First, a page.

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VCU Archaeology

The Ways New Technology Can Make a Difference with Public Outreach: An Intern’s Perspective

by Lucia Aguilar, Intern, Virtual Curation Laboratory

Lucia Aguilar demonstrates her painting skills while Dr. William Kelso of Rediscovery Jamestown looks at her work

Lucia Aguilar demonstrates her painting skills while Dr. William Kelso of Rediscovery Jamestown looks at her work

Last spring I started searching for internships in Anthropology. I wanted to start my senior year by getting more involved in Anthropology and discovering new experiences outside the classroom. Dr. Means’s internship offered the perfect opportunity to do and learn something new. The Virtual Curation Laboratory has taught me a lot about the ways new technology can make a difference with public outreach, especially for the preservation of historical sites like Jamestown. I spent a majority of the semester painting printed copies of artifacts to give them a more realistic appearance. A large number of those artifacts came from Jamestown. I had never been to Jamestown before this internship and knew very little about the archaeology being done there or the efforts to educate the public about the site. It was amazing learning about the history being uncovered at Jamestown and I was surprised to learn that most of what is being discovered at Jamestown has only been found over the last couple decades. Many of the objects I had worked on earlier in the semester were organized into little educational kits for kids to interact with at Jamestown. It was a tangible way for kids to get excited about the extraordinary things being discovered at Jamestown and the amount of history still being puzzled together. It can be very challenging to get people in general to care about things like archaeology and historical sites, so to find new ways to get not only people but kids interested is a pretty big task.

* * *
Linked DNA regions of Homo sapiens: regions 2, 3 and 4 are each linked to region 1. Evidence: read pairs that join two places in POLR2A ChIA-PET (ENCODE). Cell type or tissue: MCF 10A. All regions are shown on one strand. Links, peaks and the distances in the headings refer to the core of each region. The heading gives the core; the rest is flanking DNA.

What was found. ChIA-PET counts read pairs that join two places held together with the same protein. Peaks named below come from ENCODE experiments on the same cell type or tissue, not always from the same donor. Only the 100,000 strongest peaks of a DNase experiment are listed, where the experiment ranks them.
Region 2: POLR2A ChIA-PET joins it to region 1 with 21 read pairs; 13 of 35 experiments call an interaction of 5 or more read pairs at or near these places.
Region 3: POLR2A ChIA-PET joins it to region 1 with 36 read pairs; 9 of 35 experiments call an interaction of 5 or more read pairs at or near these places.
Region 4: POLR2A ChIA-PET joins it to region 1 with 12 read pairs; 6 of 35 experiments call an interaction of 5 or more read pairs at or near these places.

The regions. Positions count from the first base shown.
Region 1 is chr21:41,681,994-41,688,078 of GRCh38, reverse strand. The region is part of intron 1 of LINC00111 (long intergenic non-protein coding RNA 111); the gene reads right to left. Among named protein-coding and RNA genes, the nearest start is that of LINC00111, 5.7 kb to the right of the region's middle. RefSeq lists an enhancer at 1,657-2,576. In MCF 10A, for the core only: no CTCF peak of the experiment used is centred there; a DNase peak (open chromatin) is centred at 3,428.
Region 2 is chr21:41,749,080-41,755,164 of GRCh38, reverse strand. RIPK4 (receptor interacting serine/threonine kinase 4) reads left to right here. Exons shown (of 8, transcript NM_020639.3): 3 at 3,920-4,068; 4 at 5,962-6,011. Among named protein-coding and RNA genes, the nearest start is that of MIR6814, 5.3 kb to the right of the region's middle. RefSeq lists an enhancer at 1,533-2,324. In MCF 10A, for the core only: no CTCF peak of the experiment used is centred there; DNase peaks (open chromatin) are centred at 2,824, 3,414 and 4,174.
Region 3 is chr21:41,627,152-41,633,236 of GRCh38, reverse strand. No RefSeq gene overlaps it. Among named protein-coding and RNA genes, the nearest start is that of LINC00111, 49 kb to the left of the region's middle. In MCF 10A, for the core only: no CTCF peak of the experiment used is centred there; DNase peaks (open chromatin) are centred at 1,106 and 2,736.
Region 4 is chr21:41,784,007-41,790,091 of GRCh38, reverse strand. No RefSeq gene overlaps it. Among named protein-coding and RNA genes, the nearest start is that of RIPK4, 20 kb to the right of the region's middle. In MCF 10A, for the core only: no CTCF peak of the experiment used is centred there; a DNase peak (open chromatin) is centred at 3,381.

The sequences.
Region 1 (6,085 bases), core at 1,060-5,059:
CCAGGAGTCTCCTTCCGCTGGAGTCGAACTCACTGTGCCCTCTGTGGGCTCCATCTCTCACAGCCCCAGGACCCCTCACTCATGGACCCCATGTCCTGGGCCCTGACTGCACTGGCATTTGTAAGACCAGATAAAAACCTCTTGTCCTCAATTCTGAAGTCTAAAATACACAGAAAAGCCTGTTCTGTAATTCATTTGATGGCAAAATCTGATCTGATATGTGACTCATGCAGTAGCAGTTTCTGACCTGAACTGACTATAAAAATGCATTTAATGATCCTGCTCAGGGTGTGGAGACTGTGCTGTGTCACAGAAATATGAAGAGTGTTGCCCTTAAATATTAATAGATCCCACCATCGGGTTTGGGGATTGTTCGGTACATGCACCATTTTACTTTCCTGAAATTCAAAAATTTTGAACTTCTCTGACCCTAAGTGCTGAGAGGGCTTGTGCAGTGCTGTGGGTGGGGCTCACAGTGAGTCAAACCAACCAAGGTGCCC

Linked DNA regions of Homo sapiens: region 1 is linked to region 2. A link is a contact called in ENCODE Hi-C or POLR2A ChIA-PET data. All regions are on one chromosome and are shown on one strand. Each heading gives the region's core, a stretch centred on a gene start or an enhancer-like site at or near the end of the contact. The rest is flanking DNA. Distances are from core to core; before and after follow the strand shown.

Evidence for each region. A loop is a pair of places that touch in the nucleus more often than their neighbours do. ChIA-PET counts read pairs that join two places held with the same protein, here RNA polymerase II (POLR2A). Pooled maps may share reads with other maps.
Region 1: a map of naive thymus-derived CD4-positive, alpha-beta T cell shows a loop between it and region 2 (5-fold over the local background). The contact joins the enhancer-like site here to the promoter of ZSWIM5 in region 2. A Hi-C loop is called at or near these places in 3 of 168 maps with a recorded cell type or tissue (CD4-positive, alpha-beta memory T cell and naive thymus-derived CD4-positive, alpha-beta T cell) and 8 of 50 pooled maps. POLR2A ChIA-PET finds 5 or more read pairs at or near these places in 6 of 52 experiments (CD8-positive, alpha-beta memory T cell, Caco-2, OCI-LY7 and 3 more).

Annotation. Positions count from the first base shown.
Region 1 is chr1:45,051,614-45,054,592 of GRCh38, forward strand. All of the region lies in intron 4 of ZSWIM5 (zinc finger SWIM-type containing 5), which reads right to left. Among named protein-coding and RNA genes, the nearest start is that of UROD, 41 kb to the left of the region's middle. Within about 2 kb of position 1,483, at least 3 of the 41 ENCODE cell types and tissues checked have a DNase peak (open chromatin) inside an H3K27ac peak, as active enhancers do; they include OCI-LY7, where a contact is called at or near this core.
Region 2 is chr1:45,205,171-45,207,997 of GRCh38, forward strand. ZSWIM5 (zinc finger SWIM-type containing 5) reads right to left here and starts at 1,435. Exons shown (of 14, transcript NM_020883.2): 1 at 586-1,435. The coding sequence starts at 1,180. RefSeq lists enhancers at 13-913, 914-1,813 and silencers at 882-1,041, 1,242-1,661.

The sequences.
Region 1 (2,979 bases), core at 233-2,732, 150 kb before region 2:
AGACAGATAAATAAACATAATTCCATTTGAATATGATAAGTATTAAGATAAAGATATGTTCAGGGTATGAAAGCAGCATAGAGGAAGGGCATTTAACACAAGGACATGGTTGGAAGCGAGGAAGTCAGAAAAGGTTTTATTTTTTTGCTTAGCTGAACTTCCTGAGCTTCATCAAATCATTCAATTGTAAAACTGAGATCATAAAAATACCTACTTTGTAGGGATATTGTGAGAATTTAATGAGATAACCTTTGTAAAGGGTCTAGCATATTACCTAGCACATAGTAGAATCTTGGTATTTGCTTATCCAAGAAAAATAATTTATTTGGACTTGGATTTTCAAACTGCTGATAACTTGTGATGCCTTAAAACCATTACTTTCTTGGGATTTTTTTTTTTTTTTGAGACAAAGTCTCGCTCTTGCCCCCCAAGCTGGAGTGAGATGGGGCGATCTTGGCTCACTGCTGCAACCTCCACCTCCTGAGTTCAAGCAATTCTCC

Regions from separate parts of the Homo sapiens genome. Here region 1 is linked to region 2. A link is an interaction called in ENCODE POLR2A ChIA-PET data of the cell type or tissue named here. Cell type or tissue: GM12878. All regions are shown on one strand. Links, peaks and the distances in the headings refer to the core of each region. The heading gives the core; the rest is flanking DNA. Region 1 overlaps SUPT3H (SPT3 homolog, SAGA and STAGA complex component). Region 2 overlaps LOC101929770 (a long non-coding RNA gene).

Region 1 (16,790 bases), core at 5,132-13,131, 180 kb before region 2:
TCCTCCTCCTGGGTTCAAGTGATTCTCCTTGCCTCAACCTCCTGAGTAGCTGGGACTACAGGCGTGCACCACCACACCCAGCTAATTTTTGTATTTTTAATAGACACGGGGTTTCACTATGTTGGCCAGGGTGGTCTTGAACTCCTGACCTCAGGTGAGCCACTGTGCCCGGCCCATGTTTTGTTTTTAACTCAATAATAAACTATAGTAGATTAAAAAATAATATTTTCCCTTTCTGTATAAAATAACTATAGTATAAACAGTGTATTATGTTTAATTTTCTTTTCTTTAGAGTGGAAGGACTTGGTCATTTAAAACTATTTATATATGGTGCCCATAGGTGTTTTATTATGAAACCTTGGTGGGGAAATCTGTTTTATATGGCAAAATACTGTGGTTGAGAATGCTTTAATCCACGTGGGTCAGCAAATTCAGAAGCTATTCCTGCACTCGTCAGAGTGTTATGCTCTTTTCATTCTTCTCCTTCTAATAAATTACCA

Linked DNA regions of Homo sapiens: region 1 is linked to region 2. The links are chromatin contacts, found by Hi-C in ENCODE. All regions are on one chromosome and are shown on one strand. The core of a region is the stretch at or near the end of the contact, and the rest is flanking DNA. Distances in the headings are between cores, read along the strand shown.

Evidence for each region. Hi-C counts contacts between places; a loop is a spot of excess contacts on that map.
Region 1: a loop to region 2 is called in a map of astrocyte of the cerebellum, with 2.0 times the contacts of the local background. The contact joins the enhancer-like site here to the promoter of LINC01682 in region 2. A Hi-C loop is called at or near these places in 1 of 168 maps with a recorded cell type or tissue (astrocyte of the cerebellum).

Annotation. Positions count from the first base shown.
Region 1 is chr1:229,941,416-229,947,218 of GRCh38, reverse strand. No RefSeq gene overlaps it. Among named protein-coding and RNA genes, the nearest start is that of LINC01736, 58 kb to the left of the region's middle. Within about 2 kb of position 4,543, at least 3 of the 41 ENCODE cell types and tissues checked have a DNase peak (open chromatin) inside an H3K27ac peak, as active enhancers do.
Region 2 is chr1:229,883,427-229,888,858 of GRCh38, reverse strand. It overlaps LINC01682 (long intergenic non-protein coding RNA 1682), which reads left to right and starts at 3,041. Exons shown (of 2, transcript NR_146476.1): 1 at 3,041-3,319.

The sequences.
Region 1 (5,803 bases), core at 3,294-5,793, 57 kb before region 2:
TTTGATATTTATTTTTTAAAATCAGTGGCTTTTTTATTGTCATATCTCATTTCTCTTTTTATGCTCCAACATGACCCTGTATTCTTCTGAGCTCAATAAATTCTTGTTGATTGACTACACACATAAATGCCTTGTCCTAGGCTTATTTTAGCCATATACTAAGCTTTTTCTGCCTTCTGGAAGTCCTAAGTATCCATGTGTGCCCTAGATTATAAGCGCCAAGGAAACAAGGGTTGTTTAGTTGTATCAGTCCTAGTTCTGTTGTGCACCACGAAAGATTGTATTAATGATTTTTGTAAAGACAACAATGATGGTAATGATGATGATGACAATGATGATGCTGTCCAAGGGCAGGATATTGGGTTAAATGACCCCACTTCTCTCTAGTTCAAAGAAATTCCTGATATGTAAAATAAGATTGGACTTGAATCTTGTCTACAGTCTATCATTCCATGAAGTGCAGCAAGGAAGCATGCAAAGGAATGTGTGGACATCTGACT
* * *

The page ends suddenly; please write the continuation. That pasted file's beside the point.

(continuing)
Painted scute (right) alongside original scute

Painted scute (right) alongside original scute

Getting involved in the painting process and then seeing how these object were going to be used at Jamestown was pretty inspiring. It really got me interested in different ways to approach painting printed artifacts and bones to make them look realistic as well as different ways to use these objects as tools to educate the public and get them excited about history or archaeology. I unfortunately I will not be able to intern next semester, but still plan on staying involved with the lab and the work being done with Jamestown. This past Thursday, December 10th, I painted a sturgeon scute printed copy while looking at the actual scute that was found at Jamestown. I had previously had the opportunity to do the same with a dog jaw that has cut marks from the starving time. I was able to have these experiences thanks to this internship and the people working at Jamestown. It was amazing getting a chance to see the large number of items that have been collected at Jamestown and I truly believe that is it important to get the public to care about the importance of the site. I would love to try to develop easy games using printed realistic looking artifacts to get people and kids excited about historical sites especially at Jamestown.

Jamestown-themed chess set.

Jamestown-themed chess set.

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